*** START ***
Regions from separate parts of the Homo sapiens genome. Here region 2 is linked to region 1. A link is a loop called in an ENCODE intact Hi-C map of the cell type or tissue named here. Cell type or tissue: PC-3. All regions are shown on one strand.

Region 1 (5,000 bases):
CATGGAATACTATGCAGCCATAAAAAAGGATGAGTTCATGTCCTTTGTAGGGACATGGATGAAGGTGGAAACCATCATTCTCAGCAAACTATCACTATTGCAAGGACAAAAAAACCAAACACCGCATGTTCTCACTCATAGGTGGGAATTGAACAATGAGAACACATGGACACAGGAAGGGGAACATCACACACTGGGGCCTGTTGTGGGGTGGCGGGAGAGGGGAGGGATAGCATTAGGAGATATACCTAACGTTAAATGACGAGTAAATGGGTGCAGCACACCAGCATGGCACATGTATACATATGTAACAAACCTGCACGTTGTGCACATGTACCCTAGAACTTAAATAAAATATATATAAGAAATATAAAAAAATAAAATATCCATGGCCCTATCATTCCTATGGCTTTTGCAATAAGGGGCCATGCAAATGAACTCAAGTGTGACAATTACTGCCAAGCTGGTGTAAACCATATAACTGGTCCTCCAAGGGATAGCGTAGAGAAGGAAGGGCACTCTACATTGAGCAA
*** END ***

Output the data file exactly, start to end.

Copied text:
Regions from separate parts of the Homo sapiens genome. Here region 2 is linked to region 1. A link is a loop called in an ENCODE intact Hi-C map of the cell type or tissue named here. Cell type or tissue: PC-3. All regions are shown on one strand.

Region 1 (5,000 bases):
CATGGAATACTATGCAGCCATAAAAAAGGATGAGTTCATGTCCTTTGTAGGGACATGGATGAAGGTGGAAACCATCATTCTCAGCAAACTATCACTATTGCAAGGACAAAAAAACCAAACACCGCATGTTCTCACTCATAGGTGGGAATTGAACAATGAGAACACATGGACACAGGAAGGGGAACATCACACACTGGGGCCTGTTGTGGGGTGGCGGGAGAGGGGAGGGATAGCATTAGGAGATATACCTAACGTTAAATGACGAGTAAATGGGTGCAGCACACCAGCATGGCACATGTATACATATGTAACAAACCTGCACGTTGTGCACATGTACCCTAGAACTTAAATAAAATATATATAAGAAATATAAAAAAATAAAATATCCATGGCCCTATCATTCCTATGGCTTTTGCAATAAGGGGCCATGCAAATGAACTCAAGTGTGACAATTACTGCCAAGCTGGTGTAAACCATATAACTGGTCCTCCAAGGGATAGCGTAGAGAAGGAAGGGCACTCTACATTGAGCAA